A Phase I clinical trial investigating immunisation strategies using DNA, MVA and CN54rgp140 adjuvanted with GLA-AF to maximise antibody responses.
Studying whether combining two components of a combination vaccine can improve immune responses amd reduce the number of shots those with HIV need
What is this study about?
There is currently no cure for HIV and although treatment is available, it is inaccessible to many, has to be taken for life and can be associated with side effects. It is widely accepted that a vaccine for HIV would be the best way to prevent infection and although there has been one encouraging trial in Thailand, there is currently no vaccine available.
We are exploring a strategy using a combination of three different types of vaccine. This approach has previously been shown to be more efficient than just a single component. There is currently great interest in whether combining vaccines could improve their performance.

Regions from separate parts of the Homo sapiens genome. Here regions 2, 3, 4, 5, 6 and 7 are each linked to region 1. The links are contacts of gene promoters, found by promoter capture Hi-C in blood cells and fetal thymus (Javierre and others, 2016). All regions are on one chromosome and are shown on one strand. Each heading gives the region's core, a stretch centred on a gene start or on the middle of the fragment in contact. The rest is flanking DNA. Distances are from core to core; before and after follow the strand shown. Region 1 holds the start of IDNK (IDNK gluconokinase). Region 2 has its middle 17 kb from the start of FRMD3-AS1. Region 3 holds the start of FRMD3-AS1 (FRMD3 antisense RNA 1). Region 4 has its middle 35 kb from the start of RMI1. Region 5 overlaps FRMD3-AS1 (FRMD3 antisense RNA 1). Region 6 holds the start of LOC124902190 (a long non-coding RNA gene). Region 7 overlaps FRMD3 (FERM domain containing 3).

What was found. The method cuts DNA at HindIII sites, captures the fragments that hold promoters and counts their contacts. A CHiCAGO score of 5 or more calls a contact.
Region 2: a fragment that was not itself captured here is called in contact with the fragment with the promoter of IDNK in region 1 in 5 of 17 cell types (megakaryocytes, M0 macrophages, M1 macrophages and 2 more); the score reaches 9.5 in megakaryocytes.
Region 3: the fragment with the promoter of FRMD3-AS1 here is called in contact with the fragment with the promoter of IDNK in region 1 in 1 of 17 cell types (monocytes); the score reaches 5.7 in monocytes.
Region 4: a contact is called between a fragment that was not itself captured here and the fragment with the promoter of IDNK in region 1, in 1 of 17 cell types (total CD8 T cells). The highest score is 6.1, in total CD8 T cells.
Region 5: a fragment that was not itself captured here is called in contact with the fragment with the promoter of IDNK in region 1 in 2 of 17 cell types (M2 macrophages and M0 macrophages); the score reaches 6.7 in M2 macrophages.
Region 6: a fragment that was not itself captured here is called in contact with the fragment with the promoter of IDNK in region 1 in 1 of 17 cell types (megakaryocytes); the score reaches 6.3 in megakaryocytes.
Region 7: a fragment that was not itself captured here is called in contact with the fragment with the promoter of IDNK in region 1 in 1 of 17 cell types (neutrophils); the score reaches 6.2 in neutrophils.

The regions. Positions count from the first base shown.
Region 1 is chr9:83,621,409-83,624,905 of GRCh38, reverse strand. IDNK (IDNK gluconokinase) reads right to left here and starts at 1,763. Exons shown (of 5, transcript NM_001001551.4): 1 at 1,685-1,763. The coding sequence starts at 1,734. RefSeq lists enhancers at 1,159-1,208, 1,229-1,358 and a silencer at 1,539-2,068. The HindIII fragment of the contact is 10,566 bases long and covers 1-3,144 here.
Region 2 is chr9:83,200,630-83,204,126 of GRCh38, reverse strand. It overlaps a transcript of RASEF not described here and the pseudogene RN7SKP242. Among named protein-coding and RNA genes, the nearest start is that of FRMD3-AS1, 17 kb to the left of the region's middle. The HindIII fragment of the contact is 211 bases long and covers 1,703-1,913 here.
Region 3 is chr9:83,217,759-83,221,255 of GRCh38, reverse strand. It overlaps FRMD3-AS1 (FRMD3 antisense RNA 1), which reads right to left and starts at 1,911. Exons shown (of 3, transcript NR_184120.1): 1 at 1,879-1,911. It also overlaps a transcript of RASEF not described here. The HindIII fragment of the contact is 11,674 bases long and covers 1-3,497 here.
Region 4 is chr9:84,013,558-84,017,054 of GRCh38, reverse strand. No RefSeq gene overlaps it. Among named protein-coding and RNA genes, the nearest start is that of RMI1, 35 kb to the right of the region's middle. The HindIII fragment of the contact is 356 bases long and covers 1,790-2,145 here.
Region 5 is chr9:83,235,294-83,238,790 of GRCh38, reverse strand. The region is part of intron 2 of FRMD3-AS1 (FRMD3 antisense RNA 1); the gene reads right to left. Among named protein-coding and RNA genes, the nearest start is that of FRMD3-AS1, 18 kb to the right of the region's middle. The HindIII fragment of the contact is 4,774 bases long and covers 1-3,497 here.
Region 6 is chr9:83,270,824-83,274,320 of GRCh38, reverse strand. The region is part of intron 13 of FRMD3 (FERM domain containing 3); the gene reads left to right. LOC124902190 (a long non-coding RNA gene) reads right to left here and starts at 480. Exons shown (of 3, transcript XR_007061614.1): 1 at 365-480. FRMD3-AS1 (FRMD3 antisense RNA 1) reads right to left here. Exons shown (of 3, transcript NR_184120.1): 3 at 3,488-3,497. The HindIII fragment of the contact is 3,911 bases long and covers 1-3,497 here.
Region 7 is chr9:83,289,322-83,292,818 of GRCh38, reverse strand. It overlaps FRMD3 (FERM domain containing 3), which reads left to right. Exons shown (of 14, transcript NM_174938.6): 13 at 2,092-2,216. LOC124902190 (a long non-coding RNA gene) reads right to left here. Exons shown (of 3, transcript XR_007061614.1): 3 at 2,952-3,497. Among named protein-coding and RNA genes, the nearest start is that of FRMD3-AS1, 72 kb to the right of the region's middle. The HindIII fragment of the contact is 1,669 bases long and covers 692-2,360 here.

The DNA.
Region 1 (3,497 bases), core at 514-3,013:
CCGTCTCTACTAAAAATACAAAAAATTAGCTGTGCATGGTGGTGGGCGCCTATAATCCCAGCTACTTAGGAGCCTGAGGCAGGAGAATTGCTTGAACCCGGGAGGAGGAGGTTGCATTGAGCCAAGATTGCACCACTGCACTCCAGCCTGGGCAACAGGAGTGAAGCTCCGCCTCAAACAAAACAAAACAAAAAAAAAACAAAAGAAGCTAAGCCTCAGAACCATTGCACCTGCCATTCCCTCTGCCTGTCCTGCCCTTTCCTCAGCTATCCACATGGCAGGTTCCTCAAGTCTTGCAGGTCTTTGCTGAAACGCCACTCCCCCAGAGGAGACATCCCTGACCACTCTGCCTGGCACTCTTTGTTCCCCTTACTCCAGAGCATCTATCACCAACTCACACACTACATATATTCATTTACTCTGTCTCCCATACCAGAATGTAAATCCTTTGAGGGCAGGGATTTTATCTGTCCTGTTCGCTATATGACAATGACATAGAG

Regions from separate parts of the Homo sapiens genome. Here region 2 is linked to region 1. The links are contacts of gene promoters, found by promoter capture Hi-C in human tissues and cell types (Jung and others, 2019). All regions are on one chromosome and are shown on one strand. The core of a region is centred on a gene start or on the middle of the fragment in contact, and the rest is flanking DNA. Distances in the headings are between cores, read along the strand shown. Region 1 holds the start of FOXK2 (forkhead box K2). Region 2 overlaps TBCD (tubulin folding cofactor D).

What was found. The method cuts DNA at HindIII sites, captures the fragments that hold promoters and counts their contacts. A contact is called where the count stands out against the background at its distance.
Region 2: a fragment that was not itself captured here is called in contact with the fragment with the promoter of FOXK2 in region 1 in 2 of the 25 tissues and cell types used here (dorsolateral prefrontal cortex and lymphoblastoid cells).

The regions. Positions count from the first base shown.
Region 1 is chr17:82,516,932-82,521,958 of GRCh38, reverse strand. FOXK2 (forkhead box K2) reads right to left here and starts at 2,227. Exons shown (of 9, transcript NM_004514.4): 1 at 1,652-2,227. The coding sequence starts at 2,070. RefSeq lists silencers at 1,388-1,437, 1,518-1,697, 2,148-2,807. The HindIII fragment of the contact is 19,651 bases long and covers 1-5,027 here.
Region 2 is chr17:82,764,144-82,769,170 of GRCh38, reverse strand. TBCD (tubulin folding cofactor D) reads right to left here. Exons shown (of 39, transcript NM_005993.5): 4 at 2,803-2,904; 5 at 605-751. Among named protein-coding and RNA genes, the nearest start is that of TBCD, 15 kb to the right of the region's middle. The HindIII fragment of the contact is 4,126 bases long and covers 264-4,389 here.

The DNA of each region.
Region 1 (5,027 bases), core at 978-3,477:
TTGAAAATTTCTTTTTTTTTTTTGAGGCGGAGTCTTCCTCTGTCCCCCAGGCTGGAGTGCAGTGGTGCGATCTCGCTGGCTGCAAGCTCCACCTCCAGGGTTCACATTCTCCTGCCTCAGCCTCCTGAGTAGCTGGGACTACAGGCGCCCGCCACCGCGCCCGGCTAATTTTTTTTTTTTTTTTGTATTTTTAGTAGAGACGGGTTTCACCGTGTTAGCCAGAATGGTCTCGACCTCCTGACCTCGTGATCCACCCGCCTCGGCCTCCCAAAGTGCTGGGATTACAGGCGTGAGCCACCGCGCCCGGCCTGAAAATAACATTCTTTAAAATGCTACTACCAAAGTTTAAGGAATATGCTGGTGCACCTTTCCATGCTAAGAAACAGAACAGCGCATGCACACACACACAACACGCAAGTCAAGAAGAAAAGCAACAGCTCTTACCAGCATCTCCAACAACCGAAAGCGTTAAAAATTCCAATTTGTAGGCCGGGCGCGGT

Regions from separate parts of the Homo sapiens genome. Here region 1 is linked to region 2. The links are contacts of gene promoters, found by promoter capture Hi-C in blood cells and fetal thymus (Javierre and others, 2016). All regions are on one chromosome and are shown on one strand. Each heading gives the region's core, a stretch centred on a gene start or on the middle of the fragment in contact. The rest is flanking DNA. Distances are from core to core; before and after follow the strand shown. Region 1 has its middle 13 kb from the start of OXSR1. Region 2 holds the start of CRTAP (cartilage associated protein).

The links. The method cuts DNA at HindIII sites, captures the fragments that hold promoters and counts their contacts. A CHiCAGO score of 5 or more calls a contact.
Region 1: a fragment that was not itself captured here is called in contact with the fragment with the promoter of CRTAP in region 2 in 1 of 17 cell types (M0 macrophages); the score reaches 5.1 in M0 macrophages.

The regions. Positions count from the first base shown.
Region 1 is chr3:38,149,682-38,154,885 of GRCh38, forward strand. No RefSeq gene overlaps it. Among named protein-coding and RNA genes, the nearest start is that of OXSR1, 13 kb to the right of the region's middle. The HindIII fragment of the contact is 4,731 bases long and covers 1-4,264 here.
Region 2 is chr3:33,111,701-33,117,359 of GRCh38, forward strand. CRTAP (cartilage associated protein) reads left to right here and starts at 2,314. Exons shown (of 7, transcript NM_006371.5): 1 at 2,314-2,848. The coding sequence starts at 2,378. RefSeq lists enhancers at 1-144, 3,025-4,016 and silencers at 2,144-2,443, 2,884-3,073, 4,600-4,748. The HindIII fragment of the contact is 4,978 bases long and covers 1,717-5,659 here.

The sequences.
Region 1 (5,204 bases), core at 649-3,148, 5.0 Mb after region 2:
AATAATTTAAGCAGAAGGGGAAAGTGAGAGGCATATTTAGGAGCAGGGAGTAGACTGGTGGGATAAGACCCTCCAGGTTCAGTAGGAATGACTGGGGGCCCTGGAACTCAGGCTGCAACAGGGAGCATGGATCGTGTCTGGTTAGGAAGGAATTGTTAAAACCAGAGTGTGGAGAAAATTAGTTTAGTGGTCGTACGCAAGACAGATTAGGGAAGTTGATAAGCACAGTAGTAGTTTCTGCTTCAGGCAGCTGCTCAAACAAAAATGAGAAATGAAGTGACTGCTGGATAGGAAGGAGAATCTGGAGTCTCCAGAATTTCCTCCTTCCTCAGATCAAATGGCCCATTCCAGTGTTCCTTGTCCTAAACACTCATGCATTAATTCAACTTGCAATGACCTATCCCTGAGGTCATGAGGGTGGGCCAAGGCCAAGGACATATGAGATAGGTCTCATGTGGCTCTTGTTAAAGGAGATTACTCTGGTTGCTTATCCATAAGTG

In this study half (20) the volunteers will receive 7 vaccinations and the other half will receive 5. We will follow up everyone in the same way and are interested in immune responses and also whether there are any reactions to the vaccinations.
This study is one of several that we are involved in using common vaccines and so we will be able to directly compare the results across these studies in order to optimise the design of the next (larger) clinical study.
Type of study
Who is funding the study?
The Medical Research Council.
When is it taking place?
Where is it taking place?
St Marys Hospital, London, Surrey Clinical Research Centre, Guildford
Who is included?
40 healthy adult men and women aged 18-45 at low risk of HIV infection.